Li Shao’an

Also named Li MengRui (1888-1980), was from Haiyang in Shandong province. He ran a restaurant called YuChun Lou (Jade Spring Restaurant), in the Qianmen district of Beijing. During his youth he trained hard to learn martial skill, he was brave and daring, willing to do anything and everything. This would help him very much later in life when things were the hardest.

His whole life he was generous and heroic. Just when Ma Gui had descended to poverty and given up hope, Li Shao’an generously supported him. His kindness, friendship, and morality touched Ma Gui deeply. In return, for the generous and upstanding character of Li Shao’an, Ma Gui gave all he had left in the world, his baguazhang. Li Shao’an was the most important person in the continuance of the Ma Gui School of Baguazhang. Li Shao’an had exceptional skills, and was particularly skilled at daishou (dragging hand). Because of this he earned the nickname ‘Iron arm Li’.

Li Shao’an was close friends with Li Wenbiao, Yin Yuzhang, Liu Bin, Liang Zhenpu, and other famous masters in baguazhang circles. Because of his wonderful character and generosity he earned another nickname ‘Surpassing eldest brother’. To give just one example of his character, when soldiers in the Tongzhou district of Beijing killed Li Wenbiao, Li Shao’an, regardless of his own safety, and by himself, claimed the body and ensured that his martial friend was properly buried.




During the Cultural Revolution, Li Shao’an suffered greatly, and was sent to his hometown of Haiyang, Shandong. Because of this he lost everything just as Ma Gui had, to the point where survival was questionable. Even in his poorest years in the countryside, when he experienced the fullest extent the lows that people could go to around him, and human feelings were at their unkindest, he wore plain cotton and ate clear gruel. Even this though could not touch his strong spirit. He faced hardship and difficulties with fearlessness and elegance.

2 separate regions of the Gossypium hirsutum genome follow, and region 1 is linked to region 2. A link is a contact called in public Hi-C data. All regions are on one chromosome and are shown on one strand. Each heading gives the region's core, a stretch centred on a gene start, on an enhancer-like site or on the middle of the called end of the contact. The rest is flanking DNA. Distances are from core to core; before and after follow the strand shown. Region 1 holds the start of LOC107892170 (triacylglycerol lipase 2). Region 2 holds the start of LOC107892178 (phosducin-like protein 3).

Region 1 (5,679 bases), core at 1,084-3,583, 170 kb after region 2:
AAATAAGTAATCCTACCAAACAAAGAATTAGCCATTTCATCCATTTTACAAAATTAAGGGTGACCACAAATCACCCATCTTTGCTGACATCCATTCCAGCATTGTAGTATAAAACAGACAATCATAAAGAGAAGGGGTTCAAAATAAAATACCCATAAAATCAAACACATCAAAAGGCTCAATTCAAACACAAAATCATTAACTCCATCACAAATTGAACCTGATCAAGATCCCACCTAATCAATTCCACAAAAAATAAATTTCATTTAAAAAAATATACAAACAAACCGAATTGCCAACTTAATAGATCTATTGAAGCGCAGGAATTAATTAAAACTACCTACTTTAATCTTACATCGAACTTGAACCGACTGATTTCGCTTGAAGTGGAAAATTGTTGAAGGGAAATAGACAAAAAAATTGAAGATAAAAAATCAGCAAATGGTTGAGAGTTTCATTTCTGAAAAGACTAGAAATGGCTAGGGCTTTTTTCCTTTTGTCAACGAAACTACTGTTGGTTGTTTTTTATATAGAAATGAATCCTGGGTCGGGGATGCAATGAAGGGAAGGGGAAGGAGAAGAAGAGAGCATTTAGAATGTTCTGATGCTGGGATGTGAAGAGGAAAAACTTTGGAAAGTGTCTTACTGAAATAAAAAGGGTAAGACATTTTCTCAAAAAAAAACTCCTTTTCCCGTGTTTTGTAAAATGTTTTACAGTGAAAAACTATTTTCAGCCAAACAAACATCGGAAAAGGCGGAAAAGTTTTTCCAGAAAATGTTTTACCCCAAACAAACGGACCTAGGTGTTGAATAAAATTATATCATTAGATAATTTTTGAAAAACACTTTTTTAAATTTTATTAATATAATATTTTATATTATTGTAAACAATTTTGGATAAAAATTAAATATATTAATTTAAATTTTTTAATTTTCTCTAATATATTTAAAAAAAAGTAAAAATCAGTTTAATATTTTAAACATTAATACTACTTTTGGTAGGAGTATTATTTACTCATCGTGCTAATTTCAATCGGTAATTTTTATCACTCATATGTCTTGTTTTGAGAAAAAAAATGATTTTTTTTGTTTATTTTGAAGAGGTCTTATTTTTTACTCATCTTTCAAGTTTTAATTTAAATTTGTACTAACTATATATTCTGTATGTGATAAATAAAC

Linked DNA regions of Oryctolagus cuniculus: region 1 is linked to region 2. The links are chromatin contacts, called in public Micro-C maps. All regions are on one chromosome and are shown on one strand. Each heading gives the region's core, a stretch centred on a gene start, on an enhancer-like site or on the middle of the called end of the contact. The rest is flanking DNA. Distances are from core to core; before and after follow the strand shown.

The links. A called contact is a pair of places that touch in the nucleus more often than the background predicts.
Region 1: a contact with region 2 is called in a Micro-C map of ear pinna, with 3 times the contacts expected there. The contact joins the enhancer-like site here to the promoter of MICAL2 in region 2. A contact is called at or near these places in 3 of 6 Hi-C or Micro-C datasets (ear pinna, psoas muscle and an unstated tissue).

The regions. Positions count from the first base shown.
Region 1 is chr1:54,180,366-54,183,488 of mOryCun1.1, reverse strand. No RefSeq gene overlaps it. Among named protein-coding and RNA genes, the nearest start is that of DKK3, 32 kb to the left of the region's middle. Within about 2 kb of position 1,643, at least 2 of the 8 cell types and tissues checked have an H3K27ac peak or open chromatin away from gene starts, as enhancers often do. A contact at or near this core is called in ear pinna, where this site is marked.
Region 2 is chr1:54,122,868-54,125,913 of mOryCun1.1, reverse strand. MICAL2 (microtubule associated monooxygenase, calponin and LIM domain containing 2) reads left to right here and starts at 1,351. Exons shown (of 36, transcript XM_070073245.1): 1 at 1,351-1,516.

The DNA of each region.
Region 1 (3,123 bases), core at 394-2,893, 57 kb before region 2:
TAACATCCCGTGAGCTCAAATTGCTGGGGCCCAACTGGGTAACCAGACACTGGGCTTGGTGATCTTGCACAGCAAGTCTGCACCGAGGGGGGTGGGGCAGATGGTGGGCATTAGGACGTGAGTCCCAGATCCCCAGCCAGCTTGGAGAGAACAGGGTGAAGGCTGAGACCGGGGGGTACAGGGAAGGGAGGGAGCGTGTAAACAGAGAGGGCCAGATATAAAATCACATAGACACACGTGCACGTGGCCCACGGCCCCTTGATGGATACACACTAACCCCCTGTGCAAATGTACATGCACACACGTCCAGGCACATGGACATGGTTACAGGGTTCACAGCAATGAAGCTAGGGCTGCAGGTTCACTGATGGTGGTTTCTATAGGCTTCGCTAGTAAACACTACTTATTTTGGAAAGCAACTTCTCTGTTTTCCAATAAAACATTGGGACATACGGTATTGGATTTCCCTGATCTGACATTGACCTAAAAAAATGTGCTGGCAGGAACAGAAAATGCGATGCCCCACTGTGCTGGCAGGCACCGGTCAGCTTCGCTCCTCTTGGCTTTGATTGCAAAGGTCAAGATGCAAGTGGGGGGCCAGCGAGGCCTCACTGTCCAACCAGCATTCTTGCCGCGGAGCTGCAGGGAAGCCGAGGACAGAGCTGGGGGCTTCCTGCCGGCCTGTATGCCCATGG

His martial skill and his quality of character is the model that I seek for myself. I do not have one-fourth of Li Shao’an’s deep skills, but as to his heart, I perhaps know a tenth.

In the history of baguazhang, the story of Li Shao’an has moved my soul and fueled my dreams for over twenty years. I wish I could express more here but this is just an introduction. I will say more about this wonderful martial artist and man later in the members section.

At present no lineage recipient of Li Shao’an has been found. I hope that one day we may find one, and that his school can be directly transmitted.




 Liu Wanchuan.

Liu Wanchuan, also named Liu YiHai (November 1, 1906 to November 6, 1991), was from Haiyang in Shandong province. In his youth he studied baguazhang from his uncle Liu Qingfu (Yin Fu’s apprentice, and one of the key figures in Yin Fu School of Baguazhang) together with his cousin Liu Xuehai (also named Liu YiShan). The two of them were well known for their skills in the village.

Because of his family’s poverty Liu Wanchuan was only able attend school for three years. He had to quit to go to work in the fields to help support his family. From then on he worked to support his family, but never neglected his martial arts training. He became a true inheritor of the style of Liu Qingfu. When he was seventeen (about 1923) he moved to Beijing to make a living, and settled into the Qianmen district. This was very close to his uncle Liu Qingfu’s (‘Old rice Liu’) rice business on the grain store road.

Between 1923 and 1931 he learned baguazhang with Yin Fu’s son, Yin Yuzhang. Every day he would get up at dawn and walk from his home to Qihua gate (present day Chaoyang gate) to train with Yin Yuzhang. This meant a walk of over 10 km every day, in all weather, no matter how hot or cold, without a break. He gained the true transmission of Yin Yuzhang’s baguazhang.